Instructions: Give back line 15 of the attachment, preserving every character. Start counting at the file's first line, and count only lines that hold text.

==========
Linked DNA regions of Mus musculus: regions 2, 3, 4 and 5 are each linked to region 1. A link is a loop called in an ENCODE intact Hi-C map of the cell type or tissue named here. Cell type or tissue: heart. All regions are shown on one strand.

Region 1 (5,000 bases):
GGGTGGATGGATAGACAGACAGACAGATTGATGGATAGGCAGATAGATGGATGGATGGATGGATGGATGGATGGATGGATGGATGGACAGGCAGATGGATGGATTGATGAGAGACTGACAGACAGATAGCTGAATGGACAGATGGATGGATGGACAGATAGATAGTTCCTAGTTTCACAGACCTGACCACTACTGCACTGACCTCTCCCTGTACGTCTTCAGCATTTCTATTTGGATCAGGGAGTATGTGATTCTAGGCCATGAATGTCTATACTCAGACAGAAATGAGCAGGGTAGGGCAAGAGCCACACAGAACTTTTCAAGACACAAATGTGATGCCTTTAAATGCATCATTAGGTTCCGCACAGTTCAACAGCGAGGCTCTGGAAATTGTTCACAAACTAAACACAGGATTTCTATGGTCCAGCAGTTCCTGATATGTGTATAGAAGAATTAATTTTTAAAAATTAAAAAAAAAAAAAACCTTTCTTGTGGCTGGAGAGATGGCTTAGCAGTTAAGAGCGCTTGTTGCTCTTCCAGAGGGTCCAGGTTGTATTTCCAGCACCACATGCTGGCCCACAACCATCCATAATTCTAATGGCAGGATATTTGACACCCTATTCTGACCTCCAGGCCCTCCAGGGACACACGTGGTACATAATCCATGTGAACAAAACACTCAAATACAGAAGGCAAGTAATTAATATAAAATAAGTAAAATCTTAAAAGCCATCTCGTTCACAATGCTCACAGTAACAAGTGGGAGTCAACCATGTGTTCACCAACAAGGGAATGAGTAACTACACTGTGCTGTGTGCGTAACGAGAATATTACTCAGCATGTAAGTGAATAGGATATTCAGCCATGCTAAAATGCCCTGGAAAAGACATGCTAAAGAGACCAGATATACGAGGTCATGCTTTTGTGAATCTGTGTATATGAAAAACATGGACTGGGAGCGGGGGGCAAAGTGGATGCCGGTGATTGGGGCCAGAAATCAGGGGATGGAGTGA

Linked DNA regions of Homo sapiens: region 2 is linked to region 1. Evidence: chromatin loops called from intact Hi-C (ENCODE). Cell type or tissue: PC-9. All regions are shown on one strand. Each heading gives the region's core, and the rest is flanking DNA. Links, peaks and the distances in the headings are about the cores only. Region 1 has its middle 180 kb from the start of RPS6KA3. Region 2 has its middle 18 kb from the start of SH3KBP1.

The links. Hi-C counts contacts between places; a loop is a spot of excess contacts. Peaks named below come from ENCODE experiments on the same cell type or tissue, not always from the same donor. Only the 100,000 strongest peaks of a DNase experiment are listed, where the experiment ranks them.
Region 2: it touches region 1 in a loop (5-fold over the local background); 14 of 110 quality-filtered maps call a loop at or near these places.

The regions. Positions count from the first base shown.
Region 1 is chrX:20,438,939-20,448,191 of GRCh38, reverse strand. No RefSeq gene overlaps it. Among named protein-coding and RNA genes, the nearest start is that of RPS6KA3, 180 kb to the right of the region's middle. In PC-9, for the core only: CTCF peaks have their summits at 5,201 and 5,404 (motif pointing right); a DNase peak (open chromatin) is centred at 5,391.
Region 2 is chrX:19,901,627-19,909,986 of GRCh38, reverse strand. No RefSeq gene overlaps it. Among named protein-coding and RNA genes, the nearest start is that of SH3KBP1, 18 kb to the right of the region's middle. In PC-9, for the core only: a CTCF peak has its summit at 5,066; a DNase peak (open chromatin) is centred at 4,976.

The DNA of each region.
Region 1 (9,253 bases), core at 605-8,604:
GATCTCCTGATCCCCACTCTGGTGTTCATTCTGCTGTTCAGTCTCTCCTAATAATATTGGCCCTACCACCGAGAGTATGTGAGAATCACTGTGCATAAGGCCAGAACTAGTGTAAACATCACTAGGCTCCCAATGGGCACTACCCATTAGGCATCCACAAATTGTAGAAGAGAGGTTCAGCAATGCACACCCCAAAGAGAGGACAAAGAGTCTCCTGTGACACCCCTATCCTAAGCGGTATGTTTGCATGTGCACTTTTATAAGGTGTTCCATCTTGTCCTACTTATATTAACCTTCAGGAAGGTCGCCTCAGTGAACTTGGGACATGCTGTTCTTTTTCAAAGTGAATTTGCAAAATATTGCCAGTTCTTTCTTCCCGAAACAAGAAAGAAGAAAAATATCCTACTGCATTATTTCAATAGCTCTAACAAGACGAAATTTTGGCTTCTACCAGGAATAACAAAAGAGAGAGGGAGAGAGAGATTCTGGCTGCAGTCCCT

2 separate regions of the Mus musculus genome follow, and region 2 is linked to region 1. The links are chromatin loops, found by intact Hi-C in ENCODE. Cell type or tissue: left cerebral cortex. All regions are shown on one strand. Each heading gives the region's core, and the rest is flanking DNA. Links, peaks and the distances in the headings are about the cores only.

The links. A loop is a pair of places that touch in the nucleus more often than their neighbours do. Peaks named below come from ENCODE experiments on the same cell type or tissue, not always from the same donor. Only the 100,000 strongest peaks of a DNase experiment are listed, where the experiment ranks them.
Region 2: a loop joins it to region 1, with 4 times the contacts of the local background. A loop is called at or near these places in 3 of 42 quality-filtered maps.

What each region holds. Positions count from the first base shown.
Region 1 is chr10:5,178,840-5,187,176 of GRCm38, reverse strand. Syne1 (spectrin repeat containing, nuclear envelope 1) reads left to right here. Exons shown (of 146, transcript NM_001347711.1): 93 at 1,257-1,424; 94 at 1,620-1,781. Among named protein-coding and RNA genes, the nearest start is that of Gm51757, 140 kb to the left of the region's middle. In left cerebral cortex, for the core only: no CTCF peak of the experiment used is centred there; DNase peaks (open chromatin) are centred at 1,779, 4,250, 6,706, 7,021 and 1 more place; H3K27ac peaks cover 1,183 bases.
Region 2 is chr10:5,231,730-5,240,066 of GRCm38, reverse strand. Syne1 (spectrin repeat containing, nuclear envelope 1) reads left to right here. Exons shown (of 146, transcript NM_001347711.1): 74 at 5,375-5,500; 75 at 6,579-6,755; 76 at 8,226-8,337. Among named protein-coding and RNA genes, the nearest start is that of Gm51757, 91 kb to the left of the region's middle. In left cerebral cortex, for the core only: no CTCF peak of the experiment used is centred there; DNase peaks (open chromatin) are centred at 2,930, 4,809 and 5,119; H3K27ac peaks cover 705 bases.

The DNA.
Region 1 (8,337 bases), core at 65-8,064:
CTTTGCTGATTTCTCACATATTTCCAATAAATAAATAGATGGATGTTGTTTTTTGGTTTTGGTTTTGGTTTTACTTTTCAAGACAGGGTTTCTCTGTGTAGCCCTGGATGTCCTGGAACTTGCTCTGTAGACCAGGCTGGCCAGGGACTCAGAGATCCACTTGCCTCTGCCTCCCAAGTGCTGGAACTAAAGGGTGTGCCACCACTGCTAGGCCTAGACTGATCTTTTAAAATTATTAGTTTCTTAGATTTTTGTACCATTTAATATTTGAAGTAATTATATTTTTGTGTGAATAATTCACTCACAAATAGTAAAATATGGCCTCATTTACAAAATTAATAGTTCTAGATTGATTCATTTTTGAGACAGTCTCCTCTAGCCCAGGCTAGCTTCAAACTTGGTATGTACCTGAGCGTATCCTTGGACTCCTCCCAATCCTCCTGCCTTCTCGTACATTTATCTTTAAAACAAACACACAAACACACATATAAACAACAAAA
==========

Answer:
Region 2: a loop joins it to region 1, with 4 times the contacts of the local background. A loop is called at or near these places in 3 of 42 quality-filtered maps.